Footwear Product Managers / Product Line Managers:
The Product Manager or “PM” is the person that sets designers and developers in motion. It’s the PM’s job to figure out what shoes to make. The PM will tell the designer what kind of shoe to make. PM’s responsibility is to work with the sales team and customers to find out what they need. The PM is also tasked with looking forward. What will people need next year? What color shoes will be trending? Experience in retail or sales is a big help. Shoes Designers and developers are often promoted to this position.  A marketing degree will help.

SMU Product manager / SMU Developer
The SMU (Special Make Up) or MTO (Made To Order) manager works with salesmen and big customers to make special production runs.  Most often the SMO or MTO is a new color or logo treatment, Not a new shoe design.  If the orders big of course the SMU Product manager will pull in a designer to help make a new shoe.  SMU projects are a great way for designers and developers to get started on as product managers.

Sample Coordinator:
A busy development office will have hundreds of shoes coming and going. The Sample Coordinator is the traffic cop that tracks where the shoes are. Are the samples still in China? When is the factory going to ship them? Does Fed-Ex need more paperwork to manage the import?  Did the new sample get to the designer for study?  When is the SMU customer going to see their samples.  The sample coordinator position is a great entry level position for learning the operations of shoe development.

Sales Representative and Sub Rep:
Selling shoes is great way to get involved. The sales force is exposed to many aspects of the shoe trade. An active sales rep can help shape the product line. On the front line selling the shoes, the salesmen know first hand what customers are looking for. A salesmen can get promoted into a Product Line Manager position.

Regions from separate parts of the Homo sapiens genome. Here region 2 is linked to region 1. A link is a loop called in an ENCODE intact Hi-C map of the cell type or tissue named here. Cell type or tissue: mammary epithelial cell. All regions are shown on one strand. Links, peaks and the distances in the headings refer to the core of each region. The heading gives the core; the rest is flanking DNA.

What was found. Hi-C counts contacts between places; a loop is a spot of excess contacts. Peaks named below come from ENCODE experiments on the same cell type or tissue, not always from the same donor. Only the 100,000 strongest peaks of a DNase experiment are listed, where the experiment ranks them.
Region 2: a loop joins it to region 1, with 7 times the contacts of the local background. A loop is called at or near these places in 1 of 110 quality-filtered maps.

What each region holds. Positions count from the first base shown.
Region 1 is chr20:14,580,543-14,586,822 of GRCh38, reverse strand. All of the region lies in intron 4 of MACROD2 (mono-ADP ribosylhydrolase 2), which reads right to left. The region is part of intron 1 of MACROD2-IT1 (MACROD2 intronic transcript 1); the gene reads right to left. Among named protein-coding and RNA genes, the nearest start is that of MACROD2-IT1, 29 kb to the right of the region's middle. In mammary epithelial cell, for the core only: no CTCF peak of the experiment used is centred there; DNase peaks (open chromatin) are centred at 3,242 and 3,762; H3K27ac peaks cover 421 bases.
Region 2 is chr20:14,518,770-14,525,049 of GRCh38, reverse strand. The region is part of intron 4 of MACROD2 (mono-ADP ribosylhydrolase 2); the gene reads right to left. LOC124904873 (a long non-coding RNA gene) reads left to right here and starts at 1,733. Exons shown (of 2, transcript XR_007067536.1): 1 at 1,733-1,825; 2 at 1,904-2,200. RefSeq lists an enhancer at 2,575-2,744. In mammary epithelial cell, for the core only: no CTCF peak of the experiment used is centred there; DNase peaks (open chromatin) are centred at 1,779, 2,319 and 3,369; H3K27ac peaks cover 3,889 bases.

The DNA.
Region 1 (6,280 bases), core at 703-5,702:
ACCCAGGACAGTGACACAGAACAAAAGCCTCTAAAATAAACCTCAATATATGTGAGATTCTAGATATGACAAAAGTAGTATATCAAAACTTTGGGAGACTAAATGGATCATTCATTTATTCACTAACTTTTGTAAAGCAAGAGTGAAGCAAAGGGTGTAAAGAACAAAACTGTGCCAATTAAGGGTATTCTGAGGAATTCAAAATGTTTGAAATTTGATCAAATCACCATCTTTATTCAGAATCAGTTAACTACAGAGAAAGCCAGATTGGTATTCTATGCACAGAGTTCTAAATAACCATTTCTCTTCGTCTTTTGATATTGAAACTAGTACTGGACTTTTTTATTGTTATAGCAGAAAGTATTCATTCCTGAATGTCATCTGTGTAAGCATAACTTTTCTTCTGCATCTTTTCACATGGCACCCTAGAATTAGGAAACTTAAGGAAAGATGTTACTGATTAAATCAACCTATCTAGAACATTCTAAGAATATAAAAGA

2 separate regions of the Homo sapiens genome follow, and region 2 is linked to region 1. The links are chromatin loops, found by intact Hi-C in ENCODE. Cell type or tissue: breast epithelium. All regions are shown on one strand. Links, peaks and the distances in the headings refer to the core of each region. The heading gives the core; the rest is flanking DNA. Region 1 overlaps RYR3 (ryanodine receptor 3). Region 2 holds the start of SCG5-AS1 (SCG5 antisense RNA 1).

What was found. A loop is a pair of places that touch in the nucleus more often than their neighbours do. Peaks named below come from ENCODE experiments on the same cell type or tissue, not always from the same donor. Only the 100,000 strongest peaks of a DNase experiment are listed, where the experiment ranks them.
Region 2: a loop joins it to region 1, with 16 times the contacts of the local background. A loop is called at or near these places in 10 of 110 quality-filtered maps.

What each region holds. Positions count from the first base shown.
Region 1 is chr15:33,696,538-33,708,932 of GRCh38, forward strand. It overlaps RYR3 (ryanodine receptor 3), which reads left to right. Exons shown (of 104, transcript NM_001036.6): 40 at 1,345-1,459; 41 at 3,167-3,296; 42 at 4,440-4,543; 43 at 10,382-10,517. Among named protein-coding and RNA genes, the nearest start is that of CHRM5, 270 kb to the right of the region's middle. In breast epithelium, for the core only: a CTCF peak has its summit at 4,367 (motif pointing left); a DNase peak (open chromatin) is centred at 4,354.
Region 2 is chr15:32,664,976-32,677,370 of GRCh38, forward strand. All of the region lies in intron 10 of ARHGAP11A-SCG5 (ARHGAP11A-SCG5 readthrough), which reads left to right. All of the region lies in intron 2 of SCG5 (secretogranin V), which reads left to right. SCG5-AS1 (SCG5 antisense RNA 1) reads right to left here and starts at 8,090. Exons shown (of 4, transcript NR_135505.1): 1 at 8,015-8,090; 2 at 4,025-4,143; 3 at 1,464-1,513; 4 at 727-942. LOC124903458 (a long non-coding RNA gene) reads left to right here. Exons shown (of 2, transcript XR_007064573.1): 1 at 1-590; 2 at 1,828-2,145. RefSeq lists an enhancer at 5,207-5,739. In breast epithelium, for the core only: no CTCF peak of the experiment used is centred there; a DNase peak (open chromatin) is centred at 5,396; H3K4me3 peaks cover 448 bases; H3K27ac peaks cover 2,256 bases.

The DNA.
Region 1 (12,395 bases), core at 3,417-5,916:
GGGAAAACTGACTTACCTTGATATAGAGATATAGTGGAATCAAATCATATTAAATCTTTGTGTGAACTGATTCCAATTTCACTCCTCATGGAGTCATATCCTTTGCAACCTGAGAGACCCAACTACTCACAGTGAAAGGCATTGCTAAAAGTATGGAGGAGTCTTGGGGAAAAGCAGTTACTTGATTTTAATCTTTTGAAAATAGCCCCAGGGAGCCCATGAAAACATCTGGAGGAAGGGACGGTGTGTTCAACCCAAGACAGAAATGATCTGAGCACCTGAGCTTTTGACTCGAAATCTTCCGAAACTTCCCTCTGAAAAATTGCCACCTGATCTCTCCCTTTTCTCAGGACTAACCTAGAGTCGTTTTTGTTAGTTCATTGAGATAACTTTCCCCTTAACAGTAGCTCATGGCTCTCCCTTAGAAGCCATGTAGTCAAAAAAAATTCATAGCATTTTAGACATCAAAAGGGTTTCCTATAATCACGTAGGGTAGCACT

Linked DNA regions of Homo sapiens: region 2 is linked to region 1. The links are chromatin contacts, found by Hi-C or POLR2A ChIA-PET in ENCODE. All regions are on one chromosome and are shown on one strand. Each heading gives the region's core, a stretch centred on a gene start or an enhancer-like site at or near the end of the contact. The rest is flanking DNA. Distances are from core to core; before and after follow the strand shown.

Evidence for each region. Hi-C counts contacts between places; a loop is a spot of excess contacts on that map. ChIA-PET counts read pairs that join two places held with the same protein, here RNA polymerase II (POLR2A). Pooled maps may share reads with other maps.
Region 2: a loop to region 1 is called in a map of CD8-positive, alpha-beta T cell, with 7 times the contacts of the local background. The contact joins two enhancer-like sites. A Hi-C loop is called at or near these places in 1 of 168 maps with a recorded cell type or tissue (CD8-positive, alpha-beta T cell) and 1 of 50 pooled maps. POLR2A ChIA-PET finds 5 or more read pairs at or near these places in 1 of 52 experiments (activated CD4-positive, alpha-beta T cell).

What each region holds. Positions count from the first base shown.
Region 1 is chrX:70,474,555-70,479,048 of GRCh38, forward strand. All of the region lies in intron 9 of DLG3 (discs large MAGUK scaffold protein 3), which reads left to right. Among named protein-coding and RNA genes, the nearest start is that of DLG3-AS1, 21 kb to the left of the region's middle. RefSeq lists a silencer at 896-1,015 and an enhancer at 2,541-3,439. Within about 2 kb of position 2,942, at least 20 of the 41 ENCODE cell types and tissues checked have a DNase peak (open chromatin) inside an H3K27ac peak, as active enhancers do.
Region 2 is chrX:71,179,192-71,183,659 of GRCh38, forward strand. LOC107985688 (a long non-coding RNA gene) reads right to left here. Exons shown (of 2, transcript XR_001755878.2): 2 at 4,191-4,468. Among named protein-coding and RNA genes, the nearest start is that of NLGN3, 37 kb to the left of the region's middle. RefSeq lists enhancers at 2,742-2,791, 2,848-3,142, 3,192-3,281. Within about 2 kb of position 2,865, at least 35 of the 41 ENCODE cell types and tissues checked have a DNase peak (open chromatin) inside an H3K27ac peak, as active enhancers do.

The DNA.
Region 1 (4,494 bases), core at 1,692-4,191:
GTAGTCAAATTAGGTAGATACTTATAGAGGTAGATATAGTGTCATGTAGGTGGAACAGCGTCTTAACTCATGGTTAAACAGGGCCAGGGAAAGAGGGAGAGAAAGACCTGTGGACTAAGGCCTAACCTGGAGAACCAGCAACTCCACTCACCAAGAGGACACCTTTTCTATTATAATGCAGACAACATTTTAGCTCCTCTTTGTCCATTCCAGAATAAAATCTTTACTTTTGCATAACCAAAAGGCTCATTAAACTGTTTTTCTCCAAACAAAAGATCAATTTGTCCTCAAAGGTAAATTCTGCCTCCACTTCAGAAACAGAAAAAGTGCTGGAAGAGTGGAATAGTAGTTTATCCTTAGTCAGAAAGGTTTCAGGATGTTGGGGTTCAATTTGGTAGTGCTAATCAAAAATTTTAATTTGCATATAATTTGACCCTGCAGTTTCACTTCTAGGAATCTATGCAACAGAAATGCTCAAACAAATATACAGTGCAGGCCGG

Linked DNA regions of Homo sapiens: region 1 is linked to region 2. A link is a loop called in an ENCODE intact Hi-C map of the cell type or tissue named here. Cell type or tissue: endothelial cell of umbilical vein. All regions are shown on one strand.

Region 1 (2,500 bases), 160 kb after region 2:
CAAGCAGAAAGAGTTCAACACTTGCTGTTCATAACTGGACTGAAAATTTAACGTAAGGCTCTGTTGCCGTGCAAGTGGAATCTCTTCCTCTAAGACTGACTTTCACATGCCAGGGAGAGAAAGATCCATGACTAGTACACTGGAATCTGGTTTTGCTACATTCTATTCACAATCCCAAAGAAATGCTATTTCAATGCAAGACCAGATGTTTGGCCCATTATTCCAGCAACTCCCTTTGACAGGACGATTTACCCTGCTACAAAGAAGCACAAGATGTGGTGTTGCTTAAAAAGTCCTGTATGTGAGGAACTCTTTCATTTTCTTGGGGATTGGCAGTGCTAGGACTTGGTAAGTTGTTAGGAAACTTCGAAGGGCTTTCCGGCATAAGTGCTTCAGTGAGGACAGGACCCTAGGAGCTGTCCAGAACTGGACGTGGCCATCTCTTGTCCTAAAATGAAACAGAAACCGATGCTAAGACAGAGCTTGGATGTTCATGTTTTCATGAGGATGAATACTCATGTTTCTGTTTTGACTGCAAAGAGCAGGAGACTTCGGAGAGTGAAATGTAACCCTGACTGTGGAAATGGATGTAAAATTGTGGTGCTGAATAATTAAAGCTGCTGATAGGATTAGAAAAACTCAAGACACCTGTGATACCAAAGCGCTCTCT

Working at a shoe store:
Believe it or not, working in a shoe store is a great place to start for a high school or college student. Learn about shoes, meet the local sales reps and sit in with the buyers when they review the new shoe lines.

Footwear Retail Buyer:
Working you way up in shoe retailer you could move from selling shoes on the retail floor to buyer that fills the store.  The retail buyer is responsible for making sure the store has the right assortment of the right shoes at the right price and right time!   The footwear buyer for a sporting goods store will plan to have sandals and water shoes in summer, Boots in winter and fresh deliveries of shoes for the start of Baseball in the spring and Football in the fall.  The buyer must study sales figures, have a eye for trends and skills to negotiate discounts.  Buyers start out as assistants responsible for small categories then move up if the shoes sell through fast with no closeout sales.

Footwear Import Duty Classification Specialist:
Any firm that imports shoes will need someone to help the development team and designers with product HTS duty classification.  Without a classification specialist on hand,  a shoe design could be 37.5% duty instead of 9% or 0% duty. The Classification Specialist works with the development team so they understand the rules to avoid high duty classes if possible.

Footwear QC Inspector:
A proper footwear inspection program will have QC Inspectors reviewing the shoe making process from the beginning to end.  While 90% of the inspections should be done in the factory, Inbound QC is done when the shoes arrive. This QC inspection will insure there has been no damage during shipping and catch any problems that may have slipped through in the factory. Usually a trusted warehouse worker is given some basic training, then works with the development staff if there are any questions.  These inbound inspectors quickly learn what a makes a quality shoe and will develop a knowledge of shoe construction.  From this position it’s just a small step to become an assistant developer.